Fairtrade bananas entered the European market in 1996. Today bananas are one of Fairtrade’s most successful products. In 2016, sales totalled 579,081 MT – up 5 percent on 2015. This generated tangible benefits for 147 Fairtrade certified banana producer organizations in 16 countries, which collectively received over €28.5 million in Fairtrade Premium funds.
The Fairtrade Minimum Price has offered economic stability to Fairtrade banana producer organizations and the Fairtrade Premium (US$1.00/box) has helped finance a variety of support services – increased productivity, health, education, housing and more.
Some important challenges remain – notably the low productivity level of many small producers, heightened by climate change. Fairtrade’s priority is threefold: help strengthen organizations’ governance; improve productivity and efficiency, and advise on the strategic investment of Fairtrade Premium funds.
In 2016, Premium funds were used to develop and improve systems to help banana farmers become more resilient to climate change. We also focused on strengthening the position of hired workers on banana plantations. Fifteen percent of the farmers and workers in the banana sector are women.
Producers in Latin America and the Caribbean produce 94 percent of Fairtrade bananas consumed worldwide – a specialization that called for intensive production.
But most banana production still depends on chemicals, which affect the microbiological balance of the soil and the wider environment. Ultimately, this leads to lower yields, increased costs and reduced effectiveness of traditional, non-chemical crop management.
To break this cycle, CLAC (the Latin American and Caribbean producer network) designed and implemented a productivity improvement programme in 2015.
It focused on improving agricultural practices at farm and organizational level and involved 20 small-scale banana producer organizations from Costa Rica, Panama, Colombia, Ecuador, Peru, the Dominican Republic and the Windward Islands.
The outcomes were very positive: soil health and fertility improved; productivity rose almost a third by 2017, and the leaf emission rate increase cut the cost of weed control and irrigation in half. In addition, control cycles for the leaf spot disease, black sigatoka, were reduced by 50 percent. Chemical application is no longer needed.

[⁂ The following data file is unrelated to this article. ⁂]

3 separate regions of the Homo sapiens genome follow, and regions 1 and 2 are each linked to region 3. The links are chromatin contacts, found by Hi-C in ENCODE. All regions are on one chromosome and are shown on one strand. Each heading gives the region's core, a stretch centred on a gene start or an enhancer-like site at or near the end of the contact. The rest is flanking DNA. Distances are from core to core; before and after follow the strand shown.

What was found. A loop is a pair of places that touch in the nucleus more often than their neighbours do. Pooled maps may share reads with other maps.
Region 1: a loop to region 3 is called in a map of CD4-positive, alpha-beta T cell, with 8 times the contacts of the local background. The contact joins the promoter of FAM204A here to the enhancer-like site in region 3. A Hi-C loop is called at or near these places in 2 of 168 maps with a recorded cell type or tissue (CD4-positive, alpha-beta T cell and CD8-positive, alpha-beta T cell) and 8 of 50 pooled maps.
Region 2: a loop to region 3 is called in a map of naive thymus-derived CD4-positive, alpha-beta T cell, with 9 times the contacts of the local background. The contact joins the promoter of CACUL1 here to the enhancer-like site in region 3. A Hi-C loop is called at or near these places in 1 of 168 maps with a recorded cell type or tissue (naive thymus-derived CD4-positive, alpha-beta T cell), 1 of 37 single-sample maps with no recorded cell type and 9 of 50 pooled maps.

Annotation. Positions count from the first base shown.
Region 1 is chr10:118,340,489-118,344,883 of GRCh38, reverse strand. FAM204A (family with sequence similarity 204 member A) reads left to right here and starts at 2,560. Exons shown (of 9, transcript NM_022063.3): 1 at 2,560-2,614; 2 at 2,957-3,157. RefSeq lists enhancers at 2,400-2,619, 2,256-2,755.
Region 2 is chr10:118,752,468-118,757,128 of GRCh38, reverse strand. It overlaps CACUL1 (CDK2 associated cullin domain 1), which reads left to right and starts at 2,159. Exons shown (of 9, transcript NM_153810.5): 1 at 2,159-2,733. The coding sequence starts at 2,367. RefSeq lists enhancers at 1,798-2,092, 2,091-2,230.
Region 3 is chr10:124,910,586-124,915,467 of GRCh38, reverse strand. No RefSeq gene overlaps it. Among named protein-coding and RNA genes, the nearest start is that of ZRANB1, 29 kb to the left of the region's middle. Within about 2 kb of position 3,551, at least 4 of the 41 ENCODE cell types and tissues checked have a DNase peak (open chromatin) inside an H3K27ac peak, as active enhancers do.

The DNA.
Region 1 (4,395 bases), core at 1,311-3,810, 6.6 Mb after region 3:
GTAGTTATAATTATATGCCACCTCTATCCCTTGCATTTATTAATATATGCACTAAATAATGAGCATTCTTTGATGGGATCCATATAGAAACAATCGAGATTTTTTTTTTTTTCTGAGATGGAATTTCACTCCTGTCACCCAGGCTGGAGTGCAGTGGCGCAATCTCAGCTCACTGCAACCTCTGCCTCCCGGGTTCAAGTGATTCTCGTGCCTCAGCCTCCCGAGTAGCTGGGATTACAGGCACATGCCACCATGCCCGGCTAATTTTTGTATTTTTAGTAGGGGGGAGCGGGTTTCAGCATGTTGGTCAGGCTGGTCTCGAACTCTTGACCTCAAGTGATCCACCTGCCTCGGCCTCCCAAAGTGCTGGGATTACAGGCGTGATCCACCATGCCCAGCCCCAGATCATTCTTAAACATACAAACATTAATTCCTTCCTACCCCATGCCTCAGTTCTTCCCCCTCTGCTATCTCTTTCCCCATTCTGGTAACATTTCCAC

We hope this project can now be replicated in other regions with other products.
The majority of Fairtrade bananas are produced by small-scale farmers but the number of larger Fairtrade certified banana plantations has been increasing steadily – up to 56 in 2016.
Employers must comply with the Fairtrade Standard for Hired Labour, which demands decent labour conditions. Fairtrade requires certified plantations to pay workers at least the regional average or national minimum wage and then increase real wages annually.
To further improve the position of hired workers in plantations and enable them to negotiate better wages, Fairtrade is partnering with labour rights movements across different regions.
In Ghana and Cameroon, Fairtrade works with the largest international agricultural union (IUF), BananaLink, and local unions on workers’ rights, collective bargaining agreements, and collaboration between unions.
But we want to go further. Fairtrade is determined to increase the wages of banana plantation workers as part of our efforts to support workers’ rights. Living wage benchmarks for banana workers have already been calculated for the Dominican Republic, Ghana and Ecuador.
And we are working hard to close the gap between current wage levels and living wage benchmarks. This can help create a direct link between improved wages and Fairtrade Sales for plantation workers. It’s an ambitious strategic goal and we are conscious that we need to work with the various stakeholders in the banana industry, and the World Banana Forum, to make real progress.
Top image: Yupaisa from BANAFEM in the Dominican Republic. Image © Erika Santelices / Fairtrade International
 Leaf Emission Rate (LER) is a method of measuring the rate of evolution of banana leaves. When the temperature is lower in shade, LER is slower. This leads both to delays in yield and more than likely lower yields. Dold, C. (2007). Musa in Shaded Perennial Crops: Response to Light Interception. Available at: https://www.catie.ac.cr/attachments/article/551/Tesis-Grado-C-Dold-2007.pdf.
 CLAC (2017, September), Banana Newsletter. P.7. Available at: http://clac-comerciojusto.org/wp-content/uploads/2015/04/Newsletter-Banana-September-2017-ok.pdf.